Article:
Alevo, which has long promised its revolutionary lithium-ion battery technology would revolutionize utility-scale energy storage, filed for Chapter 11 bankruptcy in the U.S. Bankruptcy Court in the Middle District of North Carolina on Friday and laid off its 290 employees.
The company reported in its filing that it had between $10 million and $50 million in debts owed to 50 or more creditors. The number is balanced against somewhere between $1 million and $10 million in assets. Alevo’s website says it plans to liquidate all of its assets to pay off its creditors.
“Despite demonstrating the advantages of its groundbreaking battery technology, Alevo Manufacturing has had significant production challenges and thus insufficient revenue to continue operations,” a statement on the company’s website said. “The Alevo entities have actively sought new funding sources to finance their operations and growth strategies. Unfortunately, despite best efforts, the funding has not been realized in time to permit continued operations.”
According to its bankruptcy filings, its factory needs immediate attention because its factory “requires the utilities to detect and handle potentially hazardous gases and materials.”
“The chapter 11 filings are a very difficult, but necessary decision”, said Peter Heintzelman, chief financial officer of the Alevo entities, in a statement on the company’s website. “This decision was driven by the formidable challenges of bringing a new technology into commercial production and lacking the financial wherewithal to continue on through repeated manufacturing delays. It is a sad day for our dedicated employees and partners, as well as for the promise of Alevo’s technology.”
Sad indeed, though likely slightly more sad for the 290 workers who are losing their jobs than it is for Heintzelman. But those workers may have recourse.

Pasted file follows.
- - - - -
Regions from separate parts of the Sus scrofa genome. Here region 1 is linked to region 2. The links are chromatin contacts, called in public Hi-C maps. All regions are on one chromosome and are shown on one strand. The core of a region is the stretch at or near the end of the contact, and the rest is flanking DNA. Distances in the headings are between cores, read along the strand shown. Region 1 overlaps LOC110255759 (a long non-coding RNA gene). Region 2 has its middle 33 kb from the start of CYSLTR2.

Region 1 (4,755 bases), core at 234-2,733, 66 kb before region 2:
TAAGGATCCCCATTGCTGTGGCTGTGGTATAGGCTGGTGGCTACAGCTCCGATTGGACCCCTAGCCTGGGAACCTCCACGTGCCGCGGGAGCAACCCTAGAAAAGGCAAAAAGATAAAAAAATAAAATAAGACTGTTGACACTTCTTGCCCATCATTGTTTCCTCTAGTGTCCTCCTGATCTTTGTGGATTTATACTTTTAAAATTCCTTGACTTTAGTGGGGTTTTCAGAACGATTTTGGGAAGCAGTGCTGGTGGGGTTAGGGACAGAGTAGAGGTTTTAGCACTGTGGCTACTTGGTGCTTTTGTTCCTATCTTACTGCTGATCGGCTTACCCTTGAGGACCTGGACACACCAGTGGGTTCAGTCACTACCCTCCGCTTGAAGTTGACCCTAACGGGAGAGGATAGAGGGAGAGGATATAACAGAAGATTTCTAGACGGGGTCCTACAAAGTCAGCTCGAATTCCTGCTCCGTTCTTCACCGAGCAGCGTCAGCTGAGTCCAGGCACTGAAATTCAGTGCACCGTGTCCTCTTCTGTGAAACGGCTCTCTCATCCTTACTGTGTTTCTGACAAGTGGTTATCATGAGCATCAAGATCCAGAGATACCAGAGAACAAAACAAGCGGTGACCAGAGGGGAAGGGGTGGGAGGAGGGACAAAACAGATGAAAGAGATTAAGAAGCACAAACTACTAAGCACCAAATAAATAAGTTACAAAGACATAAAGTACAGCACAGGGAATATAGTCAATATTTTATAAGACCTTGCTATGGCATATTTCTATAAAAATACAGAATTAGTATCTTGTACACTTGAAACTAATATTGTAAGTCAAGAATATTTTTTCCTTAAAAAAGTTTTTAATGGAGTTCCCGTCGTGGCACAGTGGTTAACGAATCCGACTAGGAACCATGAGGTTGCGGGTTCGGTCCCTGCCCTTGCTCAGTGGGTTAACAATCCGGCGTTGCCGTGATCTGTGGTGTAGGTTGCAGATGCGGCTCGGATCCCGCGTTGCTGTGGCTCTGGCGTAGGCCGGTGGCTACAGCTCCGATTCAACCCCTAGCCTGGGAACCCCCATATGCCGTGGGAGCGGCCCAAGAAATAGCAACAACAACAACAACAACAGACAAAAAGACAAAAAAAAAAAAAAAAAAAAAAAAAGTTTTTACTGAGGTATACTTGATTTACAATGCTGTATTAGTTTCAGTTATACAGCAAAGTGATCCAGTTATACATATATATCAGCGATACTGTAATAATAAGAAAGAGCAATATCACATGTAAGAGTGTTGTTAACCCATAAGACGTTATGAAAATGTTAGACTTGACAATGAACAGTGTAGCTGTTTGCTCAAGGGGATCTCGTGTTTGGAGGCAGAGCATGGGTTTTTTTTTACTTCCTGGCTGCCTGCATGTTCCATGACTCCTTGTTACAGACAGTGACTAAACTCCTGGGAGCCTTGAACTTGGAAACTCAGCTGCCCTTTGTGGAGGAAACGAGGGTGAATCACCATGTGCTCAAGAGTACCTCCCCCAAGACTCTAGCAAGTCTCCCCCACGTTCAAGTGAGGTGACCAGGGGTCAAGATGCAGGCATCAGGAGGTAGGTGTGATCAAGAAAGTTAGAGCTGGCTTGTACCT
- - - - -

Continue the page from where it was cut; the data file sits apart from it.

A search of North Carolina’s Worker Adjustment and Retraining Notification Act (WARN Act) notifications indicate the company may have violated the federal law, which requires employers with 100 or more employees to provide 60 calendar-day advance notification of plant closings and mass layoffs of employees, as defined in the Act. Last time pv magazine checked, 290 is more than 100.
In similar cases in the solar industry – Suniva’s April bankruptcy, for example – the employees filed a class-action suite alleging violations of the Act. The case against Suniva is still pending.
It’s a rapid fall for the battery company, which announced in May it would be expanding its Concord, N.C., plant (where the layoffs are now happening). At that time, a press release on the company’s website touted its plans, saying “Alevo’s plans to add additional production lines and equipment at its battery manufacturing facility in Concord will create just over 200 jobs and invest $251.5 million into the local economy.”
The announcement came shortly after the Cabarrus County Board of Commissioners and Concord City Council supported the expansion and approved two 5-year, performance-based tax incentives totaling $4.3 million from Concord and $6.3 from Cabarrus County, according the same release.
Alevo once touted its technology on its website, claiming to bring “the first inorganic lithium battery to the commercial marketplace, bringing unprecedented attributes to the energy storage market. Due to its inorganic nature, the battery is non-flammable and creates minimal internal resistance.” It also claimed the batteries had/were:
- High discharge power rates and high pulse current conducive to electric grid applications;
- Fully dischargeable – the only lithium battery that offers 100% Depth of Discharge (DOD);
- Highly durable – can tolerate extreme temperature swings; and
- No calendric aging and can be stored in a complete discharged state.
Apparently, however, the market didn’t accept Alevo’s claims of technological superiority, which led to the bankruptcy filing last week.
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